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In classical General Relativity (meaning not modified) one can think of geodesics in two ways.

  1. One way is to say that a geodesic is the curve which is the straightest (in analogy with the flat case) among all curves. More or less the story goes like this (correct me if I'm wrong): in the flat case geodesics are of the form $x^\mu(s)=st^\mu +b^\mu$ where $t$ and $b$ are constant vectors and $s$ is the curve parameter. The curve tangent vector is $\frac{dx^\mu}{ds}=t=const$ so $$\frac{dt^\mu}{ds}=t^\nu\partial_\nu t^\mu=0.$$ This is a tensor equation and by general covariance it holds true in a general spacetime, mutatis mutandis: $$t^\nu\nabla_\nu t^\mu=0.$$

  2. Another way is to obtain the equation by finding the minimum of the length functional $$L=\int \sqrt{g(t,t)} \,\, d\tau,$$ we get $$\frac{dt^\mu}{d\tau}+\Gamma^\mu_{\alpha\beta}t^\alpha t^\beta=0.$$ The above equation turns out to be just $t^\nu\nabla_\nu t^\mu=0$, with a certain parametrization choice.

The two formulations are thus equivalent. My question is when and why is it so? Is there a deep reason?

Looking up Wald's book I found the following, unclear to me, argument:

"On a manifold with a Riemannian metric, one can always find curves of arbitrarily long length connecting any two points. However, the length will be bounded from below, and the curve of shortest length connecting two points (assuming the lower bound in length is attained) is necessarily an extremum of length and thus a geodesic. Thus, the shortest path between two points is always a straightest possible path."

Later in the book he also says something about conjugate points.

I always thought it had to do with torsion: If we relax the condition $\Gamma^\mu_{\alpha\beta}-\Gamma^\mu_{\beta\alpha}=0$ then the connection is not Levi-Civita, hence $\delta_g L=0$ remains unchanged but $t^\nu\nabla_\nu t^\mu=0$ does and gives a different geodesic equation.. so Straightest $\neq$ Shortest anymore.

Can anyone clarify things to me?

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    $\begingroup$ You're asking for a "deep reason" why in flat space the shortest distance between two points is a straight line. I don't think there's a "deeper" reason for this than for the fact that $2+2=4$. $\endgroup$ – tparker Jul 4 '17 at 0:40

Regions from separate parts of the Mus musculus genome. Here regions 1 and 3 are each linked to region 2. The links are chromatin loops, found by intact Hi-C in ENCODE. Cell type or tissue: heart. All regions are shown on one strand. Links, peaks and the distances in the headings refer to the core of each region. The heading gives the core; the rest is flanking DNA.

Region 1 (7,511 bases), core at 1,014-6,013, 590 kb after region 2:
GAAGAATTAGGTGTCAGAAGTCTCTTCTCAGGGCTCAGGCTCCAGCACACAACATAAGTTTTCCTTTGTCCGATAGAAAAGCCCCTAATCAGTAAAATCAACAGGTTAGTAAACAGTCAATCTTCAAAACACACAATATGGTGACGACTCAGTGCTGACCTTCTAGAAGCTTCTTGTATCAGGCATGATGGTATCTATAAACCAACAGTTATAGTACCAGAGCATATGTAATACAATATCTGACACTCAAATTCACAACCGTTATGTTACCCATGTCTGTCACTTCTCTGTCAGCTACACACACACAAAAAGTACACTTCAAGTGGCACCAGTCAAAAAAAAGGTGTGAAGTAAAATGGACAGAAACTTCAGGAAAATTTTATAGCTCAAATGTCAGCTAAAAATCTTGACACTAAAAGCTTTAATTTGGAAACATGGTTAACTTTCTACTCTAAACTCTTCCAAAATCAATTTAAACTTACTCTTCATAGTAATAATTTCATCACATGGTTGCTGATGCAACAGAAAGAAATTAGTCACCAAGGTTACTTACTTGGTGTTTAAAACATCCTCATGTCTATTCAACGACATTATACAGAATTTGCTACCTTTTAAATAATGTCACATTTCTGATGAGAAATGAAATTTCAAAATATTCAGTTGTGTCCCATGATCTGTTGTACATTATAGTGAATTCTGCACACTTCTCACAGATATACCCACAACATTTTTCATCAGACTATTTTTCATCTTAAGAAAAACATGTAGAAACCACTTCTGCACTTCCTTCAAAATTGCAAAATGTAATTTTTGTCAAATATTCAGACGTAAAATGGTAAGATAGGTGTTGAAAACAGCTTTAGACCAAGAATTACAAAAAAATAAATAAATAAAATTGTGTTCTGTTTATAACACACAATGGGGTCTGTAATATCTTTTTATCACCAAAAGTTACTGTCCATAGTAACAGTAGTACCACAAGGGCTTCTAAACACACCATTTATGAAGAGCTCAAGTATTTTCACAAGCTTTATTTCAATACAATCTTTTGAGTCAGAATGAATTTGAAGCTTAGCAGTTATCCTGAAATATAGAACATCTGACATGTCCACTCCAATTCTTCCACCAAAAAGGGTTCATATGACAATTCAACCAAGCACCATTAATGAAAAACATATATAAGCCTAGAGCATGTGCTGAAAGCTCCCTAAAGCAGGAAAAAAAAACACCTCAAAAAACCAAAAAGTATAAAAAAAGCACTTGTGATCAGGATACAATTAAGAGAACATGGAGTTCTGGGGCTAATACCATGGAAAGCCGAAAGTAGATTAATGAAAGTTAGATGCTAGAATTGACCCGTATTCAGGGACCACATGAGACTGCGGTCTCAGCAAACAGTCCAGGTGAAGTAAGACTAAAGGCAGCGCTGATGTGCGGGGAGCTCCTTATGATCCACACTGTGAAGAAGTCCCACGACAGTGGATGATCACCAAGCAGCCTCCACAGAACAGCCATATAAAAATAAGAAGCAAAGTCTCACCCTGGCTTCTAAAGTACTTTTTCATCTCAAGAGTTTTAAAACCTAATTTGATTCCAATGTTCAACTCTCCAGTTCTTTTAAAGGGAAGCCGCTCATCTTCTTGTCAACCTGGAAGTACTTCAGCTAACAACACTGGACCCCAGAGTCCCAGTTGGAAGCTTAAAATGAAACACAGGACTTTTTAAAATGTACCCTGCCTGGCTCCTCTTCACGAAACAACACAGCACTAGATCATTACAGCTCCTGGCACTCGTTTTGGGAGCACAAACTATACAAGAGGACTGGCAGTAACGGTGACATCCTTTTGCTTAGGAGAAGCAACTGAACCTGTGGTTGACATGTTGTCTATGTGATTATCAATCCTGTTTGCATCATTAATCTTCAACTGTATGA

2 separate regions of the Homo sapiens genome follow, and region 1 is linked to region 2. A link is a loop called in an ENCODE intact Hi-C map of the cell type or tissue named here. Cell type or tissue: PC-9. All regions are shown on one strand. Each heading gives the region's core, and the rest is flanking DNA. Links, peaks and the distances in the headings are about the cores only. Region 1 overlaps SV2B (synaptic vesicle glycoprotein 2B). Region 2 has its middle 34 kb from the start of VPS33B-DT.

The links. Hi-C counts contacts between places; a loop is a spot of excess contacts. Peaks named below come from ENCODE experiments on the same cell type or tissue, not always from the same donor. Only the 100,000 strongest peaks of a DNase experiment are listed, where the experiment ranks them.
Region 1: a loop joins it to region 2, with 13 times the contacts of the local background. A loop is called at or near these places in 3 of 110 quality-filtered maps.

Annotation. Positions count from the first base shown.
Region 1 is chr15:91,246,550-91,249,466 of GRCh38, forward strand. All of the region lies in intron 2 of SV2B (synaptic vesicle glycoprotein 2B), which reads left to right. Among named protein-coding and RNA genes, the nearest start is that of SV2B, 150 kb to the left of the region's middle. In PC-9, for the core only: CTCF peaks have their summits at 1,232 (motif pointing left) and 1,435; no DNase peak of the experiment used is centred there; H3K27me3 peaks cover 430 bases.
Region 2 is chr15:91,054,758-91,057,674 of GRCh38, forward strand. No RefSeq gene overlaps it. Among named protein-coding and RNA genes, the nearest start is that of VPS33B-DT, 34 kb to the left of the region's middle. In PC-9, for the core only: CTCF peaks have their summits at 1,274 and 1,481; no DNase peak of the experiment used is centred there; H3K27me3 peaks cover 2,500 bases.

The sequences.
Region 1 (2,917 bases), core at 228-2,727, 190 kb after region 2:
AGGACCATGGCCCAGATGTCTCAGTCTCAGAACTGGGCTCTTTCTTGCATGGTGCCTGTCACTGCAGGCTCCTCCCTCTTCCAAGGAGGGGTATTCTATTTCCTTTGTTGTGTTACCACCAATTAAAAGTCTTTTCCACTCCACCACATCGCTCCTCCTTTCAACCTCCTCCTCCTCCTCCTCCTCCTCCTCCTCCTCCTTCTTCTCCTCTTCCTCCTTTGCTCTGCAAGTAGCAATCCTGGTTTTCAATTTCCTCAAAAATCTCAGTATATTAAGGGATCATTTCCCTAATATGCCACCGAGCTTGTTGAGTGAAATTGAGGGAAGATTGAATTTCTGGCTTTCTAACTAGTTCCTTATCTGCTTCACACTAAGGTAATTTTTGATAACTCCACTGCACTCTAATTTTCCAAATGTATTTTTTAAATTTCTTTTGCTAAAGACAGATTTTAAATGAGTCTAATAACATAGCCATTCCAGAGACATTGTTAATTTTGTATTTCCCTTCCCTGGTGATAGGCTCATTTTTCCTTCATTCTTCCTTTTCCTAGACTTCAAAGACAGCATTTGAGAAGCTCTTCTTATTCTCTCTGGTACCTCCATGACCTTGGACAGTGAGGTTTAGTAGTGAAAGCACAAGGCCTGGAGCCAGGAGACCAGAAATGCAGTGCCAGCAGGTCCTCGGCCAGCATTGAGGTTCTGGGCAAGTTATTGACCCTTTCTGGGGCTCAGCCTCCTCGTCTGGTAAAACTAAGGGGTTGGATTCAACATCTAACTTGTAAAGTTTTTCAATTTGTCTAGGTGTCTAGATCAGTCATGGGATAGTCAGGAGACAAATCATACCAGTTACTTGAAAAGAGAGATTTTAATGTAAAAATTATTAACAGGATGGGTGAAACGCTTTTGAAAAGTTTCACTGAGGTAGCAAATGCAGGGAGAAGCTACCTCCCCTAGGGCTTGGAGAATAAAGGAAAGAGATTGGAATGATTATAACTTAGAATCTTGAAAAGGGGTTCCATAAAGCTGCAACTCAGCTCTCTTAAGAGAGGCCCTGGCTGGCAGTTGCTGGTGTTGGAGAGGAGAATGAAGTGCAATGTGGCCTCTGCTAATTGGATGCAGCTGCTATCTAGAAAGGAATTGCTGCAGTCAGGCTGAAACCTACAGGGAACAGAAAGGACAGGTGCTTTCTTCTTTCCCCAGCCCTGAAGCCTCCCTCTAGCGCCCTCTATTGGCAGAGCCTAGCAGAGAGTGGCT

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    $\begingroup$ The two definitions are rarely equivalent globally, the shortest path is always a geodesic, but a geodesic may not be the shortest path. The "deep reasons" are that the equation derived by varying the length functional is the geodesic equation, and a theorem that solutions to it are minimizing length unless they pass through conjugate or cut points, see cut locus. But if the connection is not Levi-Civita then it is not compatible with a metric, so it is unclear how you are defining the length functional. $\endgroup$ – Conifold Jul 4 '17 at 3:30
  • $\begingroup$ @tparker two words: surface geometry. $\endgroup$ – The Great Duck Jul 4 '17 at 6:11
  • $\begingroup$ I think it is actually a geometric axiom that geodesics be the straightest and shortest path. In essence, the definition of straightness changes. After all, straight on a sphere is far curvier than on a plane. $\endgroup$ – The Great Duck Jul 4 '17 at 6:12
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    $\begingroup$ @ChrisBecke one geodesic would be the shortest path, but the other geodesic would not be the longest path. On a sphere, if you fix 2 endpoints, you can produce a smooth curve joining them of arbitrarily large length. For example, you can always spiral around as many times as you like, to get longer and longer paths. $\endgroup$ – Malkoun Jul 4 '17 at 13:27
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The two formulations are thus equivalent.

This is false.

In the case of spacelike geodesics, your definition of $L$ gives an imaginary number. The complex numbers are not an ordered field, so there is no such thing as "shortest."

There is a similar problem for null geodesics. A null geodesic has $L=0$, and perturbations of a null geodesic may make $L$ either real or imaginary.

Even in the timelike case, it can happen that a geodesic is not a maximal-time curve. There is a discussion of this in Misner, Thorne, and Wheeler, p. 318.

The only general definition of a geodesic that works is that it parallel-transports its own tangent vector, i.e., it's the straightest path.

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    $\begingroup$ Can't you get around this complex-number issue by requiring that the spacetime interval $\int d\tau\, ds^2$ be extremized instead of the proper length $\int d\tau\, \sqrt{ds^2}$? $\endgroup$ – tparker Jul 4 '17 at 14:51
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Though I cannot explain it better than Penrose in The Road to Reality, as Ron Gordon wrote, which is a very nice book with very nice figures, I thought I'd provide some remarks here.

Regarding your paragraph which starts "I always thought it had to do with torsion", I have a few (hopefully helpful) comments. First any affine connection on a manifold gives a notion of parallel transport (and I note that Ron Gordon referred the OP to the parallel transport page on wikipedia already), and so you can define geodesics as smooth curves for which the tangent vector is parallel. Note that I did not mention any metric, and indeed, one can talk about geodesics while just having a connection.